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Brenna Huckaby Discusses How Grief Was Key to Thriving in New Life With Disability

The Paralympic snowboarder is known for her moving messages and words of encouragement.
Brenna Huckaby.

Brenna Huckaby.

Brenna Huckaby is back with another inspiring message. She shared a sweet and moving video on Instagram about grief and learning how to deal with it on Jan. 6.

The Paralympic snowboarder was diagnosed with a rare form of bone cancer called osteosarcoma that lead to the amputation of her right leg when she was 14. At 26, the three-time Paralympic gold medalist has a toolbox full of useful tactics when it comes to moving through life and staying positive.

“I lost my leg to cancer in 2010 and since then I’ve been on this journey of trying to figure out how to love my body and love myself and my life again, and it’s been almost 13 years and I can confidently say I have figured this out. I love myself as I am, who I am,” she explained. “One thing that I keep coming back to... is the process of grieving. I know for me, I always saw grieving as something you did only when... [you experienced] some kind of loss in the sense of someone else. I never really allowed that space to grieve a part of me, a part of the life that I thought I was going to have—the futures and the goals that I thought I was going to have the life that I no longer get to live.”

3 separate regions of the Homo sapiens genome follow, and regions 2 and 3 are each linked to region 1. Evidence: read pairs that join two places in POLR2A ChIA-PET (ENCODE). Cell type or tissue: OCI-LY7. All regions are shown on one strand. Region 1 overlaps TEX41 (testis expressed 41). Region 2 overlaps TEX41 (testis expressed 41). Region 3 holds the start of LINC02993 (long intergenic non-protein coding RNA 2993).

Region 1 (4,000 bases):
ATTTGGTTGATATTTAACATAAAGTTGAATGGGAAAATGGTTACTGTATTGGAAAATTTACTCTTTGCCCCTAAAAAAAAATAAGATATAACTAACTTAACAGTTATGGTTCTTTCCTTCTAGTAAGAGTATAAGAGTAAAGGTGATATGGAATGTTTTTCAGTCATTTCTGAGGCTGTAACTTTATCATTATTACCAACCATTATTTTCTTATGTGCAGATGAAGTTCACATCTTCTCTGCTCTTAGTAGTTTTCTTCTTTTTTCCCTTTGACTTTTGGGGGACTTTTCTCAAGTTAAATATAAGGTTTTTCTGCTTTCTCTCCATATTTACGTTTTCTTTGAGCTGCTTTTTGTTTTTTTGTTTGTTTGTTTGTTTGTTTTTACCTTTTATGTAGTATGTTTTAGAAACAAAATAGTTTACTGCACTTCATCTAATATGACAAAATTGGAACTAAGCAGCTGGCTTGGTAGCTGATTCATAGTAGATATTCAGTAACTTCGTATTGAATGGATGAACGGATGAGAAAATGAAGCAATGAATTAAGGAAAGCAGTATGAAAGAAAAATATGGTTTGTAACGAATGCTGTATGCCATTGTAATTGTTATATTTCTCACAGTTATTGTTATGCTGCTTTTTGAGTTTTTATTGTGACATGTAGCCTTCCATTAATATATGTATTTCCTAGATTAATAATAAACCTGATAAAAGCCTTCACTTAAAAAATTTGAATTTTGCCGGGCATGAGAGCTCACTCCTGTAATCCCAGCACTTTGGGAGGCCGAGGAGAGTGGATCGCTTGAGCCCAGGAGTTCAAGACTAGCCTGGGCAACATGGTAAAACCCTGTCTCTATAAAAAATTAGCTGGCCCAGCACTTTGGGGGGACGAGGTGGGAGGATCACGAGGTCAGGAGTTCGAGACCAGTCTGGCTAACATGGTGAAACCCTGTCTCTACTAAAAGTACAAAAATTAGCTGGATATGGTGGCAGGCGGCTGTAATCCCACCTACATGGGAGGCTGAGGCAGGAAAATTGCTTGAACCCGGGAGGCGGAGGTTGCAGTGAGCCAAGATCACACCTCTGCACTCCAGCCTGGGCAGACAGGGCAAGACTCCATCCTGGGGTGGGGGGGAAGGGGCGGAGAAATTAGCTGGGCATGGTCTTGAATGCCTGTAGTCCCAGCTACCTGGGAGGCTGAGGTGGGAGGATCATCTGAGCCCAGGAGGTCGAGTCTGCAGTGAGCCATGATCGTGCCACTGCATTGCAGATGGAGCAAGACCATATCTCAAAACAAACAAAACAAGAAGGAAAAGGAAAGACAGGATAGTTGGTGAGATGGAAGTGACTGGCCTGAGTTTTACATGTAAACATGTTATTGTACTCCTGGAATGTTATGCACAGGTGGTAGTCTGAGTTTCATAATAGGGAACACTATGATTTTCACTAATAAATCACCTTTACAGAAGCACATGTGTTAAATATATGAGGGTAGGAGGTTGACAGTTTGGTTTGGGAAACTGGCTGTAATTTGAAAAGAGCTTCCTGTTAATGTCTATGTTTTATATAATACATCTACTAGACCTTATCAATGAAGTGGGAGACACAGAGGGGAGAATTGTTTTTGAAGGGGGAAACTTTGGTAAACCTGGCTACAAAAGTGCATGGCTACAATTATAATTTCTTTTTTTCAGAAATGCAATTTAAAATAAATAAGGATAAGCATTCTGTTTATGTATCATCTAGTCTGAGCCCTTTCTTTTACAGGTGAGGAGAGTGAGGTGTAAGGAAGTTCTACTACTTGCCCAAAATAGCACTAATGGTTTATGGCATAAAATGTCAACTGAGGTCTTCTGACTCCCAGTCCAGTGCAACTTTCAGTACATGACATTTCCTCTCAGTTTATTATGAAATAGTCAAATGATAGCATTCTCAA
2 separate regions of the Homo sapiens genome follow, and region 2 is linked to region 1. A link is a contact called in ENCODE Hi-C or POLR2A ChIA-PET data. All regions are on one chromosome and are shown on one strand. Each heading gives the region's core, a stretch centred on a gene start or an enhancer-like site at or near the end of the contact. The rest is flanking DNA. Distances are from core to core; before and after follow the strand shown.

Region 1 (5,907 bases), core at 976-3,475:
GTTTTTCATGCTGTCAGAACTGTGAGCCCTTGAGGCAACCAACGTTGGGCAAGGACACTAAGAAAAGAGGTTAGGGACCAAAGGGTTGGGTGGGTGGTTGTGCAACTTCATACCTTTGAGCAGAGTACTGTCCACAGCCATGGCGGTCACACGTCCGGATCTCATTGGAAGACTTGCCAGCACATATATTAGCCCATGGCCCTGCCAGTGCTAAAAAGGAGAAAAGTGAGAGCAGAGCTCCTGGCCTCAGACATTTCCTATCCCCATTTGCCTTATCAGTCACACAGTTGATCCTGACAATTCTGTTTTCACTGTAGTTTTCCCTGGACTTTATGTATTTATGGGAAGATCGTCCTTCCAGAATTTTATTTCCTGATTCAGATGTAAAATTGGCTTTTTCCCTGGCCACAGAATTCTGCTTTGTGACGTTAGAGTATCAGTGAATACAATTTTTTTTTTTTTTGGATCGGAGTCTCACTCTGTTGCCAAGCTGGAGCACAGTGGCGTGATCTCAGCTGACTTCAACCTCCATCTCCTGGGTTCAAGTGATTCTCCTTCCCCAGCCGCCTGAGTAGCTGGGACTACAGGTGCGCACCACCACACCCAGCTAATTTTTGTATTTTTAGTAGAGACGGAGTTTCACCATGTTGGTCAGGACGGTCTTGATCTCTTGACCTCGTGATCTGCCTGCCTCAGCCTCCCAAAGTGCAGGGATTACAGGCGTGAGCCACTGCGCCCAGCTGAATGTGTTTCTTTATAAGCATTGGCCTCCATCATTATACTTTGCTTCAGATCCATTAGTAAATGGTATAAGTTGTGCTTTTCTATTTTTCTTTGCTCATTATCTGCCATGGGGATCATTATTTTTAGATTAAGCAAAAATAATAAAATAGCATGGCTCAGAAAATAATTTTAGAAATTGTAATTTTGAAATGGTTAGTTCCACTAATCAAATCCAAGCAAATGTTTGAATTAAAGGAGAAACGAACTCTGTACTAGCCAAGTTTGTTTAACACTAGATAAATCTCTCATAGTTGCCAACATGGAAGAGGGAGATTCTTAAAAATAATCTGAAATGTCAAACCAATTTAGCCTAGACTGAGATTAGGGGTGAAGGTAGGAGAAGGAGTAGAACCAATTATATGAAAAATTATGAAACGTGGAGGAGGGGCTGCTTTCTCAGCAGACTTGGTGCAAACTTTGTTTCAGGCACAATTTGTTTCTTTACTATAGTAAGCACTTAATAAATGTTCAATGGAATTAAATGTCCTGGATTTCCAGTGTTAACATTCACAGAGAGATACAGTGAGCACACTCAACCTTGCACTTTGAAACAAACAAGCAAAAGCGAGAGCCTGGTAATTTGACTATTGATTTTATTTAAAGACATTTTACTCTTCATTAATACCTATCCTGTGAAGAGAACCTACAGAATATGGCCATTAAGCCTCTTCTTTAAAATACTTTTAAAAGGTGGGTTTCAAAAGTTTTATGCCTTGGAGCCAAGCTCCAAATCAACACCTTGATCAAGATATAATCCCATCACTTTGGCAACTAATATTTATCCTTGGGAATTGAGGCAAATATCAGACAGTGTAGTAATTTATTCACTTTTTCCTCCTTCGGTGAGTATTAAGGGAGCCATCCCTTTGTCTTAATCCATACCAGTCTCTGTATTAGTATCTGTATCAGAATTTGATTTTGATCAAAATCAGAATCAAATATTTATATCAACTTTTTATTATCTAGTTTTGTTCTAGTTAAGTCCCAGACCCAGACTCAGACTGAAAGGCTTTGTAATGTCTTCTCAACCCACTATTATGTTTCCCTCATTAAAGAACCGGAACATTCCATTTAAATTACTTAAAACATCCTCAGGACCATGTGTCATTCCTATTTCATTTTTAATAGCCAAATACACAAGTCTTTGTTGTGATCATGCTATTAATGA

Huckaby recognizes that with her amputation—which gave her a life she loves and allowed her to become such an inspiration to the disabled community—came the sacrifice of some other plans she had for herself.

“I don’t have gymnastics or the friendships or my hair or my leg and just grieving those pieces,” she continued. “I also use this tool of grieving in my everyday life of grieving parts of me that no longer serve me that I have been able to move on through.”

Huckaby, who is a mom to two daughters, Sloan and Lilah, said grieving is such an important tool because it opens the door to letting go of the past and living in the present.

“When we’re allowed to be present in the moment, that’s where we can actually love and see ourselves for who we are,” she said, encouraging her followers to intentionally grieve. “I really want you to try just grieving the parts of you that are no longer, who will never be and that you’ve outgrown. It’s time to have a proper goodbye.”

She also noted in her caption that a process like this can take time or even require the help of a therapist, and that’s totally normal. 

“Keep going because when we release what’s holding us back we can really start living,” she wrote.

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